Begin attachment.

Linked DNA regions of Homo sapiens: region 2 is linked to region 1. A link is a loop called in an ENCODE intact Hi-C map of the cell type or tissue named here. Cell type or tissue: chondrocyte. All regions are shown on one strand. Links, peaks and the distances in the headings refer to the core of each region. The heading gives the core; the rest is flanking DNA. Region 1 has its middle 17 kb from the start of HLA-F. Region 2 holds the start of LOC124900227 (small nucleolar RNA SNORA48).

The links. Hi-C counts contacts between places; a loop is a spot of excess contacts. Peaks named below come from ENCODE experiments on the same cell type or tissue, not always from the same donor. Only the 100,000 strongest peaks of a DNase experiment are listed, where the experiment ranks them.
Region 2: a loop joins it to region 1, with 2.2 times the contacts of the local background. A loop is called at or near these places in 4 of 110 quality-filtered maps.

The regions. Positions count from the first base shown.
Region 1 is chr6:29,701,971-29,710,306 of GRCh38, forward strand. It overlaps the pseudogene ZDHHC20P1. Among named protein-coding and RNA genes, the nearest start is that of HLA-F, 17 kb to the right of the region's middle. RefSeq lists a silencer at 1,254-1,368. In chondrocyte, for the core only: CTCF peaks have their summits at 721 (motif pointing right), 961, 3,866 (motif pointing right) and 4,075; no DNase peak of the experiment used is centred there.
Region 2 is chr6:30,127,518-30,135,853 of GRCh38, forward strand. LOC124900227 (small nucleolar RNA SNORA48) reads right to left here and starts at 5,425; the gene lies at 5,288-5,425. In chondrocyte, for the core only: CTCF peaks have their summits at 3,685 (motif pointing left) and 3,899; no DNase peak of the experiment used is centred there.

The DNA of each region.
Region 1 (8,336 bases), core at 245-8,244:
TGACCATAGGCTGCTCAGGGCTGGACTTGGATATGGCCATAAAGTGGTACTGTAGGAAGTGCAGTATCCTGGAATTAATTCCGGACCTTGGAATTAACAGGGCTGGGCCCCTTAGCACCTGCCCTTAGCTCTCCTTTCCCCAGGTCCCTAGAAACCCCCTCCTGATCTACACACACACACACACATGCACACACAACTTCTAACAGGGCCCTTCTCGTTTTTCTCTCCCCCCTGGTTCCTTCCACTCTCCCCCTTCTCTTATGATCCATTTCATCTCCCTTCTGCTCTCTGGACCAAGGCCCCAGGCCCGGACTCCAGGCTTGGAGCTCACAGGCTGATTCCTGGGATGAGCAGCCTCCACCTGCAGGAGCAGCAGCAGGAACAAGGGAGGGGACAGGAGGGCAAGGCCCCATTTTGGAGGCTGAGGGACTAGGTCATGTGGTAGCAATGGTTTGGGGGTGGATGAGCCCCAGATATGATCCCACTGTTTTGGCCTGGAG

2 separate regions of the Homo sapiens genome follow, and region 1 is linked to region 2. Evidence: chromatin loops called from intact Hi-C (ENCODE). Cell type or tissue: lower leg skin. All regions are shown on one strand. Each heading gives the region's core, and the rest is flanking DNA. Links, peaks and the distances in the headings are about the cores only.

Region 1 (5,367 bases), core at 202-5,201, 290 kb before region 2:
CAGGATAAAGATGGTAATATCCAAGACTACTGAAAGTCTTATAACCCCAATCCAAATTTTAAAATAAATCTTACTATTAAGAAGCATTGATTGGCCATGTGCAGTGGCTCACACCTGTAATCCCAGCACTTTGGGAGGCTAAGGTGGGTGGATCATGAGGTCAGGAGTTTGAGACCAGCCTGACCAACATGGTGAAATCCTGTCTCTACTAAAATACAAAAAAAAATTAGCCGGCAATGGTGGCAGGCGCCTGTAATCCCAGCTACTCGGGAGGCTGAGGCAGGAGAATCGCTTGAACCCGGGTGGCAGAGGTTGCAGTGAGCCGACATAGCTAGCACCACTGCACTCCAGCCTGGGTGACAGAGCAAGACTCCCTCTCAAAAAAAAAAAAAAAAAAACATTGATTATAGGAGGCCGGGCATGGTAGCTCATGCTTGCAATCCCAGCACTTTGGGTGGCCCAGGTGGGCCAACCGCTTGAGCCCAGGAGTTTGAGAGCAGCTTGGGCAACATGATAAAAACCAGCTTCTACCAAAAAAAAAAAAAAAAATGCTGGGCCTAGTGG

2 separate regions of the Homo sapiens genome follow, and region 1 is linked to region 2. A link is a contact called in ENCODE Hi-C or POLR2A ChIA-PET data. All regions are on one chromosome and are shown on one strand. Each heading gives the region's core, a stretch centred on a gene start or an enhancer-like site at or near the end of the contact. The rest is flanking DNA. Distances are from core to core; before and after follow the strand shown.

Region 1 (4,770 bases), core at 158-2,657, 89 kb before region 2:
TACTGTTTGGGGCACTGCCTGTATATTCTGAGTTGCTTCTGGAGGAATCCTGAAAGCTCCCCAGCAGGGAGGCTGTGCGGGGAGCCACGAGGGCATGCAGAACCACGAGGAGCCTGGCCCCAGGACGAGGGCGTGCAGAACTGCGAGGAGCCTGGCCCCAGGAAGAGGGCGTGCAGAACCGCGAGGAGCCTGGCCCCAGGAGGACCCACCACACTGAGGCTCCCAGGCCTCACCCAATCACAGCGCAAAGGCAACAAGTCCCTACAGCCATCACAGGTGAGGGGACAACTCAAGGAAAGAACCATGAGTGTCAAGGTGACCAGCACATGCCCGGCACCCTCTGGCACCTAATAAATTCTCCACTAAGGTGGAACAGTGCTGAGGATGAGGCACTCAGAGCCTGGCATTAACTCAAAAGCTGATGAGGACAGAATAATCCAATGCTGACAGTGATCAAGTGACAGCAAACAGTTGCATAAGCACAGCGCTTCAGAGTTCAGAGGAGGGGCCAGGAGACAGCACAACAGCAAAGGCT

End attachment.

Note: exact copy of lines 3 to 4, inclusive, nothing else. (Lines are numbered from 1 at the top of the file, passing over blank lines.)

Region 2: a loop joins it to region 1, with 2.2 times the contacts of the local background. A loop is called at or near these places in 4 of 110 quality-filtered maps.

The regions. Positions count from the first base shown.